The Six Steps

“Buddhist meditation is about watching the mind to see our tendencies toward reactivity and triggers for our habituated emotional patterns. Meditation allows us to see that we always have a choice, that each moment offers a choice.”  – Tim Burkett, Minnesota Zen Meditation Center.

The Six Step Retreats philosophy is focused on helping people to benefit from their practice without feeling any stress about making progress like can happen sometimes with standard meditation programs. When these steps are followed for a short time, many practitioners often find they made progress without noticing it along the way.

1. Being Vegetarian

The six steps vegetarian style is close to vegan.

2. Chanting the Sutra of the Past Vows of the Earth Store Bodhisattva

This is the only sutra (book) that the six step retreats focuses on for the basic learning. Reading the sutra is a form of meditation and the participants will be able to follow along as it is read in Chinese to a drum beat and then will be able to read it as well in English. The focus is more on saying the words to try and reach a meditative state rather than focusing on the meaning.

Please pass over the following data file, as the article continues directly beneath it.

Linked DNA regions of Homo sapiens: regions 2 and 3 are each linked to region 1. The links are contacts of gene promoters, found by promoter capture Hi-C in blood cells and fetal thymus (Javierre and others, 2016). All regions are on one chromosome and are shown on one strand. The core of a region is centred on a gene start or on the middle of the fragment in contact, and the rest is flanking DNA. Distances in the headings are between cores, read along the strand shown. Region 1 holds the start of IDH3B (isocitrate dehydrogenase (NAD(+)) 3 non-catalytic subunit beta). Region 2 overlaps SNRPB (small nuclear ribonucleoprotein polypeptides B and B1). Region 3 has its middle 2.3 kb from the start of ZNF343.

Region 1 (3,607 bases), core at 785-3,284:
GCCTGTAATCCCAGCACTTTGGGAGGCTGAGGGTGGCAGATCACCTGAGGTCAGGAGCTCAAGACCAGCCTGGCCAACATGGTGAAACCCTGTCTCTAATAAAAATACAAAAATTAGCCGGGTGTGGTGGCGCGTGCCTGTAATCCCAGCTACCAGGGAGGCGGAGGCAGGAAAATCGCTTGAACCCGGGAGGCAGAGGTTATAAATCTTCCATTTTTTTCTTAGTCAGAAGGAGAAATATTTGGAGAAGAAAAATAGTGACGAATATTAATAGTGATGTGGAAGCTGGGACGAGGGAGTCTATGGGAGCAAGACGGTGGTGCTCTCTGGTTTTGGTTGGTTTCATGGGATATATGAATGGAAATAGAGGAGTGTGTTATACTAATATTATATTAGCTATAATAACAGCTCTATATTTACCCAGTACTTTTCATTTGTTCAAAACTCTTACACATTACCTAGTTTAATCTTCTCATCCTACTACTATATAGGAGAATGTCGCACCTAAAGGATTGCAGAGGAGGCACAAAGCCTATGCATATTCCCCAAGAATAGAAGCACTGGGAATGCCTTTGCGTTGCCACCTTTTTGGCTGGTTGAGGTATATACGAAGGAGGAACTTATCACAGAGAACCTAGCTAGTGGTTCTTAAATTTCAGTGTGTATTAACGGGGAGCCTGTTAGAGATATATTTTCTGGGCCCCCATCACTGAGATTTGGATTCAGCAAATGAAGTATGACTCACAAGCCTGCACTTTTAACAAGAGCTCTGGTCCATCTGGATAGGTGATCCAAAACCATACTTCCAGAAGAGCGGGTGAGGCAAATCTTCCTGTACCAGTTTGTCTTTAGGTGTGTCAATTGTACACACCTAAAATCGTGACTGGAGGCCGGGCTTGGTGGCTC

3. Prostrating in accordance with the “Eighty-Eight Buddhas Repentance Ceremony”

This is an exercise where a eighty-eight buddhas names are recited and after each buddha the participants will bend down to the mat and come up. It is a good form of aerobic exercise but it is for demonstration and participants can either participate or watch depending on their interest. This is also a form of meditation that can enable meditative states quickly.

4. Releasing and feeding animals

This consists of either releasing fish or leaving food for the animals in the natural surroundings around the retreat site. This relaxing activity gives an idea about improving karma and also relates to the vegetarian concepts.

5. Conducting one good deed a day

This topic is covered in discussions and is related to improving karma.

6. Reciting the name of the Amitabha Buddha.

This is a third form of meditation which consists of following along with a repetitive chant of the Amitabha buddha’s name and can be quite relaxing.